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Two definitions

The word globalisation has a double meaning. It has to do on the one hand with the overcoming of the national economy through world economy, which is actually nothing bad in itself. Yet the mightier national economies are threatening to overcome the weaker ones and thus to prolong the present nationalism under the banner of other names.

On the other hand globalisation also means treating the world only in terms of economy - the world as a product. The world has been reduced down to economy, to the playing ball of giant combines. When governments try to defend themselves against the interests of the combines, these threaten to go abroad.

These two aspects of globalisation have brought up in the last years a strong protest movement.

Present considerations

An international protest movement managed at the end of the nineties fairly unexpectedly to jeopardize a WTO meeting. Since then one hears over and again of the globalisation opponents who want to call attention to the international economy summits, which they increasingly manage to do. The media is of course, as always, interested in the first place in street fights. They also let filter through from time to time, despite the dependance on governments and big combines, the comments of imaginative protesters. However it happens rarely that, instead of the world economy itself, the economical domination of the industrial countries and the hegemony of economy get criticized.

It was to be feared that after the shooting of a demonstrator in Genua in summer 2001 a part of the protest movement would turn to terrorism. Luckily this didn't happen. Instead september 11 came (once again fairly unexpected), an attack of islamic fundamentalists on a symbol of globalisation: the world trade center. Because of the world hysteria that has since spread around it has become more and more difficult for globalisation critics to bring their concern to the world public.

Globalisation and social threefolding

The worth of a world economy lies in the reciprocal help that is made possible through it. Globalisation in the sense of a world wide economical web is from the point of view of social threefolding only to be greeted. On the other hand it must be possible to prevent stronger economies being privileged and to take protective measures for instance to the benefit of developing countries. However this is not the task of a state government but rather of the world economy itself, that shouldn't be confused as it usually is nowadays with free trade. It must organise itself instead of letting the prices be shaped accidentally by the market.

A cherished idea among the globalisations opponants is the Tobin tax, wheras foreign currency exchange would be taxed to the benefit of developping countries. However selfless this idea may be, it is still to be hoped for that other alternative will be favored. Currency speculations point namely to a fundamental problem of todays money politic that would carry on existing also when particular states would benefit from it.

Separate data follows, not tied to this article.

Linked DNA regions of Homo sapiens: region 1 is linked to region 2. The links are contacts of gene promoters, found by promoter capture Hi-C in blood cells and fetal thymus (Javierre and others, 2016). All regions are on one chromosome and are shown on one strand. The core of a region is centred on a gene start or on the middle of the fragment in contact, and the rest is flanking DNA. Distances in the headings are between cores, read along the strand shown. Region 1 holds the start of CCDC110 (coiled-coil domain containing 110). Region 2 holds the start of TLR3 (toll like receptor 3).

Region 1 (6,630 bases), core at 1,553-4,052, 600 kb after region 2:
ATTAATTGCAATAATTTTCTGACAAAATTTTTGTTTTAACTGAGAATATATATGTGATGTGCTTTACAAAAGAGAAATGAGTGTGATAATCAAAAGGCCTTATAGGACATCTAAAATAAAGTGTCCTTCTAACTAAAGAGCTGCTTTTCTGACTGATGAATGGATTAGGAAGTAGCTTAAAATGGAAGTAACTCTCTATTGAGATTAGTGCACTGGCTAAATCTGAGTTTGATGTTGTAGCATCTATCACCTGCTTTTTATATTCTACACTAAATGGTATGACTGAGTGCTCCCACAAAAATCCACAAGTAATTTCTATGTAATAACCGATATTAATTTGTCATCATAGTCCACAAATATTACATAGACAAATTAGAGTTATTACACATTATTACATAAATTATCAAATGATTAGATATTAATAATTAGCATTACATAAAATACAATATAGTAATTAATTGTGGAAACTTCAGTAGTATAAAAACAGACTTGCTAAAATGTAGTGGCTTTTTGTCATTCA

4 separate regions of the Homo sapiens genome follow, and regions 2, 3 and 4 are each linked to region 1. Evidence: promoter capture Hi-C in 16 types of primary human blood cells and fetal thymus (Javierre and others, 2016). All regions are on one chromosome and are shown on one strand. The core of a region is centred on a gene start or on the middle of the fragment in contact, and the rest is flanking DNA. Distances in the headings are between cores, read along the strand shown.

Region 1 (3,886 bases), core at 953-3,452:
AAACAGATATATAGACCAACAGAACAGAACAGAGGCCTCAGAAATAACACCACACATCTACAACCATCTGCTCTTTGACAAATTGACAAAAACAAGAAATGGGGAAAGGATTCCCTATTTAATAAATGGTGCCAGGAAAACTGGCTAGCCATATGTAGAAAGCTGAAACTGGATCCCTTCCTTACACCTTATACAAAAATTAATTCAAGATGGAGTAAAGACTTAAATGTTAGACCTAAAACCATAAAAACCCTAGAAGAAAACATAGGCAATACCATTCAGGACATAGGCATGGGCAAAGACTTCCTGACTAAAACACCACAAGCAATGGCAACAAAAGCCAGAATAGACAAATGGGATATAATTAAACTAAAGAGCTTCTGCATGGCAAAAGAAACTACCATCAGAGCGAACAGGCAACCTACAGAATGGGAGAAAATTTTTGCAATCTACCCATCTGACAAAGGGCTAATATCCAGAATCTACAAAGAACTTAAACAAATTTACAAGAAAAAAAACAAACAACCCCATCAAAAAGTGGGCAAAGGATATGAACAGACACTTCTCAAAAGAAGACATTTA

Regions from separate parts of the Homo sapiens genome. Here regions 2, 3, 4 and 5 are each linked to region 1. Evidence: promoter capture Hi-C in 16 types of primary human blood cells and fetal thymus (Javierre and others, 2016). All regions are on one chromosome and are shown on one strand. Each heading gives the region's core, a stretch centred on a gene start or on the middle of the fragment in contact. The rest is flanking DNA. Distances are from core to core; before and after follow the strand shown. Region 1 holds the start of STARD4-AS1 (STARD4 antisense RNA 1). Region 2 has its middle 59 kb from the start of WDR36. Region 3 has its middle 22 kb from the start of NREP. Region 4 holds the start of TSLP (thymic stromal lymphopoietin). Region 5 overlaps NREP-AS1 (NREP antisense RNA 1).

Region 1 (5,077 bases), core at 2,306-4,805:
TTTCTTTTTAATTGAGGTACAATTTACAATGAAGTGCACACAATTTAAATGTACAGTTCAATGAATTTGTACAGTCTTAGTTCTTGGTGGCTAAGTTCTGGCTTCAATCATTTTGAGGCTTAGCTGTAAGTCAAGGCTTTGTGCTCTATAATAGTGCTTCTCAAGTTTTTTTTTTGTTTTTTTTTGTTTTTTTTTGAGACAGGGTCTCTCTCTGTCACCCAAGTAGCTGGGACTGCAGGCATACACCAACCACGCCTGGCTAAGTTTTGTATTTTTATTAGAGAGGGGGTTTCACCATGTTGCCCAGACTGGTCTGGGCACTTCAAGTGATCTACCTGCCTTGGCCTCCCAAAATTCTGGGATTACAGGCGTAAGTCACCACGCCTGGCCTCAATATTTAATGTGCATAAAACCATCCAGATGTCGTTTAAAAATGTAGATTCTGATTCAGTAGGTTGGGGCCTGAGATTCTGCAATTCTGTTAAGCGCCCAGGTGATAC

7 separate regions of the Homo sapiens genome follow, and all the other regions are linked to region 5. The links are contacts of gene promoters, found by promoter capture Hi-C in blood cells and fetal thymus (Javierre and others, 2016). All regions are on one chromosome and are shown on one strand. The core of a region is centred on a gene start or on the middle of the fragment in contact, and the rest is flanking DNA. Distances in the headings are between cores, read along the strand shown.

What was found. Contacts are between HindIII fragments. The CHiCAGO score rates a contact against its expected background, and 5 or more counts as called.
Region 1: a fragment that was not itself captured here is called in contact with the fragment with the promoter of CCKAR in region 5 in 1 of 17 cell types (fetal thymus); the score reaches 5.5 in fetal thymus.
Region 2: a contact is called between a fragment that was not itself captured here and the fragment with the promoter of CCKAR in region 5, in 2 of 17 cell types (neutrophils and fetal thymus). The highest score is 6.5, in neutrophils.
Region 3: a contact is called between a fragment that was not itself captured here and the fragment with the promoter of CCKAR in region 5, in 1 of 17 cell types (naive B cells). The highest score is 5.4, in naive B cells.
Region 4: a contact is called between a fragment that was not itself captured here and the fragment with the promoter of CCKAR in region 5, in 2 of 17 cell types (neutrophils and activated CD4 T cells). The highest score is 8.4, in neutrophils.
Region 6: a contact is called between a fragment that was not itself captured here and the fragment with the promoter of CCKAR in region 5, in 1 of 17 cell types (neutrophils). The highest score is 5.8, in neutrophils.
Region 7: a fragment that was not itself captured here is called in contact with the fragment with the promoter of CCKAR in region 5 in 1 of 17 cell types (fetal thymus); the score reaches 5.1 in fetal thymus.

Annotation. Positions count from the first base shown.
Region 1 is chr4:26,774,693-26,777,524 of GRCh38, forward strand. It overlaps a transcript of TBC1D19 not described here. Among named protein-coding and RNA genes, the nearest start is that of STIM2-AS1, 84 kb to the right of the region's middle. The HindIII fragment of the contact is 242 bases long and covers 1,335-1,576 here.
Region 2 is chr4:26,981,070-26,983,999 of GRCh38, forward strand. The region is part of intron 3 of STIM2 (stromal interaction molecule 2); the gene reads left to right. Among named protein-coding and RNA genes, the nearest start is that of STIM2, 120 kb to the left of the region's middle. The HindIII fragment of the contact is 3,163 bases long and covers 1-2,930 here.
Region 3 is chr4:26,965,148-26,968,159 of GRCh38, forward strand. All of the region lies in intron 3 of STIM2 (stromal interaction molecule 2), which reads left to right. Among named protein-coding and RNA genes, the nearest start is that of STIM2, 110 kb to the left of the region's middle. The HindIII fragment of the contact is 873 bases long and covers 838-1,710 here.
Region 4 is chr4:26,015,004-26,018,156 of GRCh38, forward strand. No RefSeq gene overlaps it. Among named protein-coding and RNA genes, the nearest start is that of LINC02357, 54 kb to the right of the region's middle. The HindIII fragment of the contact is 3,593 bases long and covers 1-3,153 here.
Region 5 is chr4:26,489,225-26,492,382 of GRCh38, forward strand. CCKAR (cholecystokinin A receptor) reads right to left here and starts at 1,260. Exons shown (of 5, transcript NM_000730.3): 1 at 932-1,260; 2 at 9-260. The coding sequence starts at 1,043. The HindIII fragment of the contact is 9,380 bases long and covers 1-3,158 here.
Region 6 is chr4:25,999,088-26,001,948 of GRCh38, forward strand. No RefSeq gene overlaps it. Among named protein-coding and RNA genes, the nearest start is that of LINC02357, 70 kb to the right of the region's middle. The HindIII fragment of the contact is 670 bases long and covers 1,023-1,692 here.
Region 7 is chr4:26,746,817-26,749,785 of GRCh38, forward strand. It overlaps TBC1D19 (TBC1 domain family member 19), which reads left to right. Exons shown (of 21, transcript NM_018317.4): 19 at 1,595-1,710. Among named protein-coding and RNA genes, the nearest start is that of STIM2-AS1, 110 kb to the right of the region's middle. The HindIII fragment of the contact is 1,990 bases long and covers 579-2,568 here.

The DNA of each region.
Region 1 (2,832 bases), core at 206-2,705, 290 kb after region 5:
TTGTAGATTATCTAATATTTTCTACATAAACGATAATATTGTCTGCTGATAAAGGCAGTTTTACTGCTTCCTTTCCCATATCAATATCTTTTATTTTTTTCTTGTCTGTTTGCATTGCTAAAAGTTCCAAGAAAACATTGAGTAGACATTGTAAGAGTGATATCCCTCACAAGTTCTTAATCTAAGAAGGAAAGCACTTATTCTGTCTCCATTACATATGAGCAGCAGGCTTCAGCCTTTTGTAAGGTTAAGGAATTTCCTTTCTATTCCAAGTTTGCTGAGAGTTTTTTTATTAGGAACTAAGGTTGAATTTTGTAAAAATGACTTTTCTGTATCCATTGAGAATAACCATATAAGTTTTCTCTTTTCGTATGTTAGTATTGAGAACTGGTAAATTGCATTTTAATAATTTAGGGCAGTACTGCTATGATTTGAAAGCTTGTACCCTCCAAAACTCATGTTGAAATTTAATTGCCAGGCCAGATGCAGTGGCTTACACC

It would be more meaningful to look for a tax form that is world economy neutral. This would lead to abandoning all forms of income tax (for individuals as well as for industry) in favour of a single - graded- tax on expenditure. Tax rates have then no influence on exportprices since only the imported and local products would be taxed. The same idea must naturally be applied to the social costs. It wouldn't make sense anymore to reduce social state services and social security in order to try to win in international competition. Income tax on the contrary make every social system - especially in developing countries - appear as luxury that cannot be afforded as soon as one wants to export in order to obtain foreign currency.

Nevertheless, it is quite incomprehensive to make a one-issue-program on the basis of expenditure tax. This would otherwise strengthen the big combines who would take advantage of such tax freedom in order to consolidate their power. The direction must in this case be clear: the state is no product.

The globalisation opponents have understood this and are trying to protect the state against the economy. Globalisation as an economising of the world doesn't only threaten the state but also the spiritual life, which should also be brought into the market. In particular education and the health system are to be liberalised in the coming years. This would then bring about a double patronising threat: not only from the state as in the present but also from the economy.

Unfortunatly unions tend towards the nationalisation of the spiritual life. In regards to this question some globalisation opponents make a great error. They don't realise that such a nationalising weakens the spiritual life to such an extend that it is then all the more threatened to be commercialised. Not only because it will be unpayable and ineffective but also because the spiritual life will then be too weak to oppose the interests of the big companies.

In order to stand their own ground in times of globalisation the states need the support of the civil society. However if one remains caught in the dualistic world view, which only recognises state and economy, one ends up sooner or later in the clenches of the overpowering economy. The only possibility to fight the tumor-like growth of globalisation lies in allowing the spiritual life -including schools and media- an autonomous management, independant of politic and economy. This central request of a social threefolding would give civil society the necessary impact and help it in finding alternatives to globalisation, that are no more imbued with old thinking. This aspect was still absent in the discussions throughout the last years.

From this point of view every globalisation critic should also be a state critic. The spirit is no paragraph.

Author: Sylvain Coiplet
Translator: Christian Amyot